The End of Year Sales Survival Guide


December 31st. The end of the month. That’s scary. The end of the quarter. That’s very scary. The end of the year. That is like the first time you saw the Exorcist and had no idea what was going on. It’s a sad reality for those of us in sales that the most festive time of the year is also potentially the most stressful time of the year from a business perspective. But, this is what separates the wheat from the chaff in our profession. It doesn’t have to be all doom and gloom. Here are a few time-tested tips to end out the year strong, while setting the table for a strong start to the New Year.

Close out what you can

Odds are your sales quota does not just disappear on December 1st, so you will definitely want to close out as much business as possible before the ball drops in Times Square. This requires a lot of persistent outreach, and a few good rebuttals when your prospects tell you that things are really busy and they want to revisit things next year. Here are a couple of options:

Offer to lock pricing in if they proceed by the end of this year. Odds are, their business assesses pricing on a yearly basis and open projects are a part of that evaluation. Another possibility is that the proposal you put in front of them expires (if this isn’t the case, take that as a lesson learned. All proposals should have an expiration date)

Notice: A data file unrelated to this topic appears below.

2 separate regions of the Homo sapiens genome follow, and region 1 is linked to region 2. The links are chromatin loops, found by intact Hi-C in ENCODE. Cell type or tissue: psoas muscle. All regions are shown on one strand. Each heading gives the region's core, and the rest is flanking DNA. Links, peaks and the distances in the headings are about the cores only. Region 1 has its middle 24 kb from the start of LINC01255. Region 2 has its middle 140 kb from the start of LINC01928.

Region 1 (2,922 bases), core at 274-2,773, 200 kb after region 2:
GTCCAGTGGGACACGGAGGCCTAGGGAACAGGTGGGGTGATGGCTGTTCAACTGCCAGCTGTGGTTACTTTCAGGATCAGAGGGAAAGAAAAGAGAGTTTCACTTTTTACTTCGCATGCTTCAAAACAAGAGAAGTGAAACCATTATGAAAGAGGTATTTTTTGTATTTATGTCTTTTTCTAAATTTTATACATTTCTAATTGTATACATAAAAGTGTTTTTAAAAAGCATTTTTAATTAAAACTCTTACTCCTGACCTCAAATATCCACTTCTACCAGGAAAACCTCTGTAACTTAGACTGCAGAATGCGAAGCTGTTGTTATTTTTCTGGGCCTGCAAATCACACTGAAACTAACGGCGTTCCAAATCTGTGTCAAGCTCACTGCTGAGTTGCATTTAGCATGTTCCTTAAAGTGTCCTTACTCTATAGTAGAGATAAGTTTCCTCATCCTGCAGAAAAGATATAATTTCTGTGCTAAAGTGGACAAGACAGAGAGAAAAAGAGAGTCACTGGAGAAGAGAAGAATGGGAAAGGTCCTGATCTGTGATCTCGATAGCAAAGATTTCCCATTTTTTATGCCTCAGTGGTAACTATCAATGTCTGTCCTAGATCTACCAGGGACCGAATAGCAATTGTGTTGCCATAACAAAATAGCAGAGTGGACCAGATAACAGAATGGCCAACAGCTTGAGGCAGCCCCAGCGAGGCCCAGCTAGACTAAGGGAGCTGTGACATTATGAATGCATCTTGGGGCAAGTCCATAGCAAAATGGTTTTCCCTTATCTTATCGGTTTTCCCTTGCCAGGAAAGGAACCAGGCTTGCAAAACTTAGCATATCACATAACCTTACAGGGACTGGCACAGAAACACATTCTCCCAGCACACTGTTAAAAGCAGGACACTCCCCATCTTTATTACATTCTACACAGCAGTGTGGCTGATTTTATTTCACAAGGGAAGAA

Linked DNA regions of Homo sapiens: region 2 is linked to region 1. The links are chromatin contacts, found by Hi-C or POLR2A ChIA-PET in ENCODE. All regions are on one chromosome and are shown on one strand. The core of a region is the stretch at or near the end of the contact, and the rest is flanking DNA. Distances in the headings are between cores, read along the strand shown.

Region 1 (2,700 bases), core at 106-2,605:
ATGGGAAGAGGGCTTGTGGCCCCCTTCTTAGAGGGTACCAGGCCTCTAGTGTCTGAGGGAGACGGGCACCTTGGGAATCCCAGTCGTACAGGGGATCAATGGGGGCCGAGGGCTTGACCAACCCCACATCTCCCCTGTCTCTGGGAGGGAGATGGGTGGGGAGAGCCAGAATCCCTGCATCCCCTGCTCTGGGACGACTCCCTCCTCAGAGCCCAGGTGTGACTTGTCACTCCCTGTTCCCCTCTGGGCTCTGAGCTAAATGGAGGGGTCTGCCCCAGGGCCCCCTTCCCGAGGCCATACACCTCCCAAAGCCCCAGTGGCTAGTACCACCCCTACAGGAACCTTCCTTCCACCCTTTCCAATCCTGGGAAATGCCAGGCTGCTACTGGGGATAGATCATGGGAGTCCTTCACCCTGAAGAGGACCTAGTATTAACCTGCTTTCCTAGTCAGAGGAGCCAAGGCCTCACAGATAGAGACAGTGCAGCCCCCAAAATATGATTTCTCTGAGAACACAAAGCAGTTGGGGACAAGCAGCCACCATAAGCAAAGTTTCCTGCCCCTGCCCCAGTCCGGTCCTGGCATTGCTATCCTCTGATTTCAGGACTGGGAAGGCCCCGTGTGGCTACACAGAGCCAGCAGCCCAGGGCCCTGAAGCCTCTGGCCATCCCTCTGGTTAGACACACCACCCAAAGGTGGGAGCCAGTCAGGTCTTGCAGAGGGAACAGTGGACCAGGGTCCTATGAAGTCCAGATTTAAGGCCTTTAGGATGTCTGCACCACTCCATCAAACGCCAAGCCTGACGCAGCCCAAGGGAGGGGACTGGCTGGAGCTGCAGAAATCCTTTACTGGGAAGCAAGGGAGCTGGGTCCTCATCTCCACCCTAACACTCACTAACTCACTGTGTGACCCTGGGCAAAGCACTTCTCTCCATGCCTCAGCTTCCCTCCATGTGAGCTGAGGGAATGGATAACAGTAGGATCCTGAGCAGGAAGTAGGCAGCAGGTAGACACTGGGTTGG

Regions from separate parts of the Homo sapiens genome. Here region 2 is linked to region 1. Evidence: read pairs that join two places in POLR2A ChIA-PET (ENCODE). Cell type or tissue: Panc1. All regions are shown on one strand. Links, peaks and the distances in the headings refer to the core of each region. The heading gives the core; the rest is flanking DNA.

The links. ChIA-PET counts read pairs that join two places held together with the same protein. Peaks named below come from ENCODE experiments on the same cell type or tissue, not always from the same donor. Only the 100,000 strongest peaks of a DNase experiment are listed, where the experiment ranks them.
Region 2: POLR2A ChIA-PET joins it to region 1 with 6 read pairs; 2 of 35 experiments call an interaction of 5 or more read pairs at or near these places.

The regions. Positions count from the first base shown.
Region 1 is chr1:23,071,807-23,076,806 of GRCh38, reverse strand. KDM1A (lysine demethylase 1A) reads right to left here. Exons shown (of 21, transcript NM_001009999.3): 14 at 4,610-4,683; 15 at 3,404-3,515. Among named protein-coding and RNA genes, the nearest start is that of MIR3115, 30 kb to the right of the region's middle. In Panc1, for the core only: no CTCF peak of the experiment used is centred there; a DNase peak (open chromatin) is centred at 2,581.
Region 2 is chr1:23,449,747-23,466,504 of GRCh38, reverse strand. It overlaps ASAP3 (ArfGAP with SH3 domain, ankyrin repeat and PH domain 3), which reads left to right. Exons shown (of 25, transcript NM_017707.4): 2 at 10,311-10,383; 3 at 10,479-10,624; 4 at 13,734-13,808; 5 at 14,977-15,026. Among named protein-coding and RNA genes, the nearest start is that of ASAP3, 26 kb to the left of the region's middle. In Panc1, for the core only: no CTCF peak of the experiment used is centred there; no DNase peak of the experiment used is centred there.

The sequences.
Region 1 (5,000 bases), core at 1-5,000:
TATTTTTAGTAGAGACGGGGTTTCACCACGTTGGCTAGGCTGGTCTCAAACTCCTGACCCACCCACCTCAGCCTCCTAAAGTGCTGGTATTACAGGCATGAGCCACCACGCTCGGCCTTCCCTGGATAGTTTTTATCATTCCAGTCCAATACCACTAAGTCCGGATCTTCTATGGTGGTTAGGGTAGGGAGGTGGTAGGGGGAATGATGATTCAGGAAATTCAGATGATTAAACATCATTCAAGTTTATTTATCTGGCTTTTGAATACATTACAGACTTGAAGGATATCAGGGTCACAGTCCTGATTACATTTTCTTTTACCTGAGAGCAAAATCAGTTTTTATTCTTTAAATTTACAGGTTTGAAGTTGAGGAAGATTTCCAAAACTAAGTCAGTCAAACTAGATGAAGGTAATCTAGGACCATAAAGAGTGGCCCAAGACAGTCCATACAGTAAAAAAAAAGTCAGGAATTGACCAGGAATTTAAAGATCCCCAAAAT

Use any remaining budget before next year. Most businesses have a set cycle for establishing and using budget for certain projects. Many departments have a “use it or lose it” policy around budgets, where if they do not use their budget this year, it will not be there next year. You can position your service to fall into the current budget so they don’t lose it next year.

If all else fails, this is a great time to remind your prospect to get started on project before the end of the year. Many projects kick off at the beginning of January, so this is a chance to convince them that you can slip them in early, thus giving them a jumpstart when everybody returns after the holidays.

If not, prepare for next year

It is a lot easier to enjoy the fireworks when you’ve nailed your target

It is a lot easier to enjoy the fireworks when you’ve nailed your target

If there is no chance to close these deals before the year ends, then you should focus on building as strong of a pipeline as possible for next year. Many people take off between Christmas and New Year, but not everybody. This is an unexpectedly good time to prospect. You may catch people who are in the office trying to complete busy work and who are in more of a mood to talk because they aren’t bogged down in endless meetings. If not, there is a very good chance that you will get out of office messages from a lot of people. These are valuable because they will often contain contact information of people that you can reach out to in the absence of your main contact. In addition, many contacts may leave alternative contact information to get in touch with them (just use sparingly as you do not want to call somebody’s personal phone if they are off spending holiday time with family.

Finally, this is a good time to nurture your pipeline for next year. Reach out to as many people in your pipeline for next year as possible and start getting the wheels in motion a couple of weeks early. You will thank yourself when all of your colleagues are two steps behind you in early January.

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